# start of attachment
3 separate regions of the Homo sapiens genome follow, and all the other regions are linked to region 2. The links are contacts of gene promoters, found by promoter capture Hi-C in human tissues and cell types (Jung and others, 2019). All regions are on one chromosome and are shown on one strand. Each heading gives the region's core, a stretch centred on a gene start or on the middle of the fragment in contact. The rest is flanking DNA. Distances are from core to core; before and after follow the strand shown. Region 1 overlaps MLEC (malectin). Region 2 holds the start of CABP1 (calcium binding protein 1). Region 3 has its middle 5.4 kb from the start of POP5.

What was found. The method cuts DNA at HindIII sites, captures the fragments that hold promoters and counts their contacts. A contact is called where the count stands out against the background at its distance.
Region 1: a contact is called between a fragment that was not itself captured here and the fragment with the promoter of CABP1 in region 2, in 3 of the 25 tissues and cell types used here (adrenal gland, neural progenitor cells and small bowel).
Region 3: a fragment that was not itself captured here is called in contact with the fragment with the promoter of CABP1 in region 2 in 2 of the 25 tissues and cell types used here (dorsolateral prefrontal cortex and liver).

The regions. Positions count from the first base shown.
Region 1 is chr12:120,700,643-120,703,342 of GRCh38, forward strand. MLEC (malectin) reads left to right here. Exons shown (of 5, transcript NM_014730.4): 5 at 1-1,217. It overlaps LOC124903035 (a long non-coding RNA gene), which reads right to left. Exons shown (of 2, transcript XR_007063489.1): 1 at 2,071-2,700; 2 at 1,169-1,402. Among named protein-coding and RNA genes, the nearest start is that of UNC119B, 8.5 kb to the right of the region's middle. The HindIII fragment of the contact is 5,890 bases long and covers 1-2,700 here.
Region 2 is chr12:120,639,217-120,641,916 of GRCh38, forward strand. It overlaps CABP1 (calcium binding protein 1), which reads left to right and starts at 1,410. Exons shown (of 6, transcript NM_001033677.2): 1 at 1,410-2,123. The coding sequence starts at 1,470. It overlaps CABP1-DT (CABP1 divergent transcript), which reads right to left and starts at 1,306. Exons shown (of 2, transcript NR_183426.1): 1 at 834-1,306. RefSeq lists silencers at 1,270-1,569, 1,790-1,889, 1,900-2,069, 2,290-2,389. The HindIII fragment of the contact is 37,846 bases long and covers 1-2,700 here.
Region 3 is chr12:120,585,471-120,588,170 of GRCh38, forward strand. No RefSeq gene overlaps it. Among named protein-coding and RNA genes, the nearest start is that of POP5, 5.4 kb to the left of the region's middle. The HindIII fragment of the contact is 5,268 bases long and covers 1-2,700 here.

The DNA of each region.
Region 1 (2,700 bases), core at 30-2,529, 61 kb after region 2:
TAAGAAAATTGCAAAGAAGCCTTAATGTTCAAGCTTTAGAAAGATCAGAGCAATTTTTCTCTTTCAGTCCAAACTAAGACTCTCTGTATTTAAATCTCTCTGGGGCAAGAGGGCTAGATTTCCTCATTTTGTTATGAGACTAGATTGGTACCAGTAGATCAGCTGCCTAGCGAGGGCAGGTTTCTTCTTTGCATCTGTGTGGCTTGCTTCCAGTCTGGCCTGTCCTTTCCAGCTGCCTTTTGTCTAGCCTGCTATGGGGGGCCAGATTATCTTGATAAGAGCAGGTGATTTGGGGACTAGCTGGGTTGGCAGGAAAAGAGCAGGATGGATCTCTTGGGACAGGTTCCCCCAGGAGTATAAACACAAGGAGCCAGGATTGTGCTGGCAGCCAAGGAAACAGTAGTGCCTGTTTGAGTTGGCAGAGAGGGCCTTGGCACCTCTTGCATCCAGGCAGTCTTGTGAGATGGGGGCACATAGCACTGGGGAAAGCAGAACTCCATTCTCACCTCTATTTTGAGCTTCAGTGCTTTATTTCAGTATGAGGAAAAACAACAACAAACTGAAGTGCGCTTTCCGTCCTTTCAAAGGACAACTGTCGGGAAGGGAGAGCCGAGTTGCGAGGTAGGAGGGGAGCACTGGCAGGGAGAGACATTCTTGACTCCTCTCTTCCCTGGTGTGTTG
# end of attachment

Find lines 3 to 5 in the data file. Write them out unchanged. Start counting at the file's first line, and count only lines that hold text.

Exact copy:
Region 1: a contact is called between a fragment that was not itself captured here and the fragment with the promoter of CABP1 in region 2, in 3 of the 25 tissues and cell types used here (adrenal gland, neural progenitor cells and small bowel).
Region 3: a fragment that was not itself captured here is called in contact with the fragment with the promoter of CABP1 in region 2 in 2 of the 25 tissues and cell types used here (dorsolateral prefrontal cortex and liver).

The regions. Positions count from the first base shown.